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# NORMAL DISTRIBUTION

Module by: Ewa Paszek. E-mail the author

Summary: This course is a short series of lectures on Introductory Statistics. Topics covered are listed in the Table of Contents. The notes were prepared by Ewa Paszek and Marek Kimmel. The development of this course has been supported by NSF 0203396 grant.

## NORMAL DISTRIBUTION

The normal distribution is perhaps the most important distribution in statistical applications since many measurements have (approximate) normal distributions. One explanation of this fact is the role of the normal distribution in the Central Theorem.

Definition 1:
1. The random variable X has a normal distribution if its p.d.f. is defined by
f( x )= 1 σ 2π exp[ ( xμ ) 2 2 σ 2 ],<x<, f( x )= 1 σ 2π exp[ ( xμ ) 2 2 σ 2 ],<x<,
(1)
where μ μ and σ 2 σ 2 are parameters satisfying <μ<,0<σ< <μ<,0<σ< , and also where exp[ v ] exp[ v ] means e v e v .
2. Briefly, we say that X is N( μ, σ 2 ) N( μ, σ 2 )

### Proof of the p.d.f. properties

Clearly, f( x )>0 f( x )>0 . Let now evaluate the integral: I= 1 σ 2π exp[ ( xμ ) 2 2 σ 2 ] dx, I= 1 σ 2π exp[ ( xμ ) 2 2 σ 2 ] dx, showing that it is equal to 1. In the integral, change the variables of integration by letting z=( xμ )/σ z=( xμ )/σ . Then,

I= 1 2π e z 2 /2 dz, I= 1 2π e z 2 /2 dz, since I>0 I>0 , if I 2 =1 I 2 =1 , then I=1 I=1 .

Now I 2 = 1 2π [ e x 2 /2 dx ][ e y 2 /2 dy ], I 2 = 1 2π [ e x 2 /2 dx ][ e y 2 /2 dy ], or equivalently,

I 2 = 1 2π exp( x 2 + y 2 2 )dxdy . I 2 = 1 2π exp( x 2 + y 2 2 )dxdy .

Letting x=rcosθ,y=rsinθ x=rcosθ,y=rsinθ (i.e., using polar coordinates), we have

I 2 = 1 2π 0 2π 0 e r 2 /2 rdrdθ= 1 2π 0 2π dθ= 1 2π 2π=1. I 2 = 1 2π 0 2π 0 e r 2 /2 rdrdθ= 1 2π 0 2π dθ= 1 2π 2π=1.

The mean and the variance of the normal distribution is as follows:

E( X )=μ E( X )=μ and Var( X )= μ 2 + σ 2 μ 2 = σ 2 . Var( X )= μ 2 + σ 2 μ 2 = σ 2 .

That is, the parameters μ μ and σ 2 σ 2 in the p.d.f. are the mean and the variance of X.

#### Example 1

If the p.d.f. of X is

f( x )= 1 32π exp[ ( x+7 ) 2 32 ],<x<, f( x )= 1 32π exp[ ( x+7 ) 2 32 ],<x<, then X is N( 7,16 ) N( 7,16 )

That is, X has a normal distribution with a mean μ μ =-7, variance σ 2 σ 2 =16, and the moment generating function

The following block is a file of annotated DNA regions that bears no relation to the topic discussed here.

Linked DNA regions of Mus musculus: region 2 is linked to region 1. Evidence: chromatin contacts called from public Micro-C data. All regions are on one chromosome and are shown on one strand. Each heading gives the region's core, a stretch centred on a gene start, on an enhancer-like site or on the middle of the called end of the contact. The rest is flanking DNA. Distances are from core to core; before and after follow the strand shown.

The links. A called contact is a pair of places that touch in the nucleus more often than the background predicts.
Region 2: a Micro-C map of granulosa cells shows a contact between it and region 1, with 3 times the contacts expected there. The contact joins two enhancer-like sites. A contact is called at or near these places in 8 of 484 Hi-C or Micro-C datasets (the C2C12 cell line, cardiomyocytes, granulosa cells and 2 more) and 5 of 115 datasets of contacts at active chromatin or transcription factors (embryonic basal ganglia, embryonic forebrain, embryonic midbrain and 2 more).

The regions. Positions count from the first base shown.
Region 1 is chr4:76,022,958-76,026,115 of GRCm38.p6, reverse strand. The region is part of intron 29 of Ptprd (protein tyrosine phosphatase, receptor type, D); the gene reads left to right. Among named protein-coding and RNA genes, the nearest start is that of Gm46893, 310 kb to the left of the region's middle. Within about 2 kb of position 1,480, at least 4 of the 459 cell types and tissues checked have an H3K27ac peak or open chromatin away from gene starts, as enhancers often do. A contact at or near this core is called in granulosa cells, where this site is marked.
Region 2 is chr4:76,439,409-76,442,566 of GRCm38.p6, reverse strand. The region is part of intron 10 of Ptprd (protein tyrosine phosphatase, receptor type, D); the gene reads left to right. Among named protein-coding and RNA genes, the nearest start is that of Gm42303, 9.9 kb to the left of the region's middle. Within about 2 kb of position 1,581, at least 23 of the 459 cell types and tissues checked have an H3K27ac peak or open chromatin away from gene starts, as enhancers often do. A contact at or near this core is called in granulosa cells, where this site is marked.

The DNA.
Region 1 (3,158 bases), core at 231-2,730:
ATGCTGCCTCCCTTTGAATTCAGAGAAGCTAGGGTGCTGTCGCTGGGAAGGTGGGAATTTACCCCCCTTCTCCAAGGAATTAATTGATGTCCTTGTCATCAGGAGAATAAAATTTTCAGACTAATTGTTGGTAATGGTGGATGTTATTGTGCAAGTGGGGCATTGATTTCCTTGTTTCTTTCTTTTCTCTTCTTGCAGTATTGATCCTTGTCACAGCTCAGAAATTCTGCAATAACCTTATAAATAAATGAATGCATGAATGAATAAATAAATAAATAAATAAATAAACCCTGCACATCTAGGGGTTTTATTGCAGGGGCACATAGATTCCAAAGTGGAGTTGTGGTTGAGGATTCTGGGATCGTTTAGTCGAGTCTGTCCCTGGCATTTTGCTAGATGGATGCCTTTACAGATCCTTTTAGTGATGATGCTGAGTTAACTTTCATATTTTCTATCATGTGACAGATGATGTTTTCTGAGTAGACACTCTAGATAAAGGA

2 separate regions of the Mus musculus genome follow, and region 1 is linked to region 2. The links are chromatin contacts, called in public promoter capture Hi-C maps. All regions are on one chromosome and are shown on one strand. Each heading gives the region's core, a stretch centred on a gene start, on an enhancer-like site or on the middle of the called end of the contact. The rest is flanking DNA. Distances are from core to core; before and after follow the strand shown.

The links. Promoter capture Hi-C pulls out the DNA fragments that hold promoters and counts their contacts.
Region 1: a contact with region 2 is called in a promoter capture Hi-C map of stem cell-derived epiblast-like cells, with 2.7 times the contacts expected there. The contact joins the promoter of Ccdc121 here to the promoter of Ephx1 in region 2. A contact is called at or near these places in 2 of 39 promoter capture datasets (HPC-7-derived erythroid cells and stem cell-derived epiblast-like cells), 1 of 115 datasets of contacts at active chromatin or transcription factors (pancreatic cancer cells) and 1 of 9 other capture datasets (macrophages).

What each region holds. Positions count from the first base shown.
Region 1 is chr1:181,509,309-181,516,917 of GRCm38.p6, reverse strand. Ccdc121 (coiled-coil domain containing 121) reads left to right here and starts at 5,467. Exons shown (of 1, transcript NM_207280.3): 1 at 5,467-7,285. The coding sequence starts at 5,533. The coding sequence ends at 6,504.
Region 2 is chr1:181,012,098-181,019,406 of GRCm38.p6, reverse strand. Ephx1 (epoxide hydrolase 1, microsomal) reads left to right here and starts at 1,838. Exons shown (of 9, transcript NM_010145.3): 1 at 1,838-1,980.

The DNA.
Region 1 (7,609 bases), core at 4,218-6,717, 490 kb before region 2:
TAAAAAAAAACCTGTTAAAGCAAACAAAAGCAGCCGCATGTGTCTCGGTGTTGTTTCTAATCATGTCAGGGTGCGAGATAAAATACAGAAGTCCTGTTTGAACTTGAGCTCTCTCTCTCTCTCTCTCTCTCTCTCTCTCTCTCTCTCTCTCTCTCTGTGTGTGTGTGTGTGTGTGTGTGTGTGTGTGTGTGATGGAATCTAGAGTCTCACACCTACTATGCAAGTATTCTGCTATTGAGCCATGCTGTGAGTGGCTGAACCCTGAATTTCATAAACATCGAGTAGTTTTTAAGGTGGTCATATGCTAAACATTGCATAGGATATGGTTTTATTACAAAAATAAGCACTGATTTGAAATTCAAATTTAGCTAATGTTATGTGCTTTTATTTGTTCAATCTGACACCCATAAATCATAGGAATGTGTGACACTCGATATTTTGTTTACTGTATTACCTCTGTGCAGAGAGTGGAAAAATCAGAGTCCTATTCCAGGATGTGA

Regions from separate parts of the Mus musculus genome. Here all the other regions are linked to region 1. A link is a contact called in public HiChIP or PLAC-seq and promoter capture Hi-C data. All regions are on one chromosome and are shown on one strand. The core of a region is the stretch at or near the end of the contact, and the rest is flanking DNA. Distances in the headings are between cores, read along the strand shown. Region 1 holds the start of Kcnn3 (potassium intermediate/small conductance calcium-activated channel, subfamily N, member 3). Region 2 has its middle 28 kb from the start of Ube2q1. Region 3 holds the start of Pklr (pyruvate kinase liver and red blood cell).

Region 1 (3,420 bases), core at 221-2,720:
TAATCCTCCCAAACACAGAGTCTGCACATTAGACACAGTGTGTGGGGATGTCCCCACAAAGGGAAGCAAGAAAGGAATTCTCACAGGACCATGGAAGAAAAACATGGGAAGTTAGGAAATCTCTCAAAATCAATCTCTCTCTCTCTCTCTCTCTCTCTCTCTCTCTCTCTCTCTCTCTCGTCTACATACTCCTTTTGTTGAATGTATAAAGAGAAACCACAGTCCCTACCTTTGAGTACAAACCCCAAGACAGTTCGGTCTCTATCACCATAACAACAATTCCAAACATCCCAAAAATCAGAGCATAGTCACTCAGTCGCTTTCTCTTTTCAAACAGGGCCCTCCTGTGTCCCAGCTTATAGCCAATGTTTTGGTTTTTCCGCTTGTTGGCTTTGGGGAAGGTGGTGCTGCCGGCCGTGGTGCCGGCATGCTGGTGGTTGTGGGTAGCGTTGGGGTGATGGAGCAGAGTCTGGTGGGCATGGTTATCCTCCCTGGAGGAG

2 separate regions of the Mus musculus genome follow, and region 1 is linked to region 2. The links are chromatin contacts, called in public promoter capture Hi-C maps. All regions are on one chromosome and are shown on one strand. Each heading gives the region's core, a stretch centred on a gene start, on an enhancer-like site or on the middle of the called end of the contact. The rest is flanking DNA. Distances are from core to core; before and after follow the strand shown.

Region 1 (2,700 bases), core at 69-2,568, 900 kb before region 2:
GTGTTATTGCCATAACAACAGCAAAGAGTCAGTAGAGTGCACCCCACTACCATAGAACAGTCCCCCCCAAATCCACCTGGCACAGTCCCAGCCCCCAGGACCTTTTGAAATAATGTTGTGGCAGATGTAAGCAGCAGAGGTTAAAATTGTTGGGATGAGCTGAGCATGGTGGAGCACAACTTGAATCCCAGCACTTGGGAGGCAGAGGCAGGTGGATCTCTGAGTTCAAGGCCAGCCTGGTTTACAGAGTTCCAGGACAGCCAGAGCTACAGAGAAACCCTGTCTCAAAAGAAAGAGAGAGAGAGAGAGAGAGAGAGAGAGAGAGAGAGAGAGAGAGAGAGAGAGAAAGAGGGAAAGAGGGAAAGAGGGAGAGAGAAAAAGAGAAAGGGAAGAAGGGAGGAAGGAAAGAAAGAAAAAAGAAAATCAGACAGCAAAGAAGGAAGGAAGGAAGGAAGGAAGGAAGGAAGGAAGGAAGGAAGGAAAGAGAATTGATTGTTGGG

M( t )=exp( 7t+8 t 2 ). M( t )=exp( 7t+8 t 2 ).

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#### Definition of a lens

##### Lenses

A lens is a custom view of the content in the repository. You can think of it as a fancy kind of list that will let you see content through the eyes of organizations and people you trust.

##### What is in a lens?

Lens makers point to materials (modules and collections), creating a guide that includes their own comments and descriptive tags about the content.

##### Who can create a lens?

Any individual member, a community, or a respected organization.

##### What are tags?

Tags are descriptors added by lens makers to help label content, attaching a vocabulary that is meaningful in the context of the lens.

| External bookmarks

#### Module to:

My Favorites (?)

'My Favorites' is a special kind of lens which you can use to bookmark modules and collections. 'My Favorites' can only be seen by you, and collections saved in 'My Favorites' can remember the last module you were on. You need an account to use 'My Favorites'.

| A lens I own (?)

#### Definition of a lens

##### Lenses

A lens is a custom view of the content in the repository. You can think of it as a fancy kind of list that will let you see content through the eyes of organizations and people you trust.

##### What is in a lens?

Lens makers point to materials (modules and collections), creating a guide that includes their own comments and descriptive tags about the content.

##### Who can create a lens?

Any individual member, a community, or a respected organization.

##### What are tags?

Tags are descriptors added by lens makers to help label content, attaching a vocabulary that is meaningful in the context of the lens.

| External bookmarks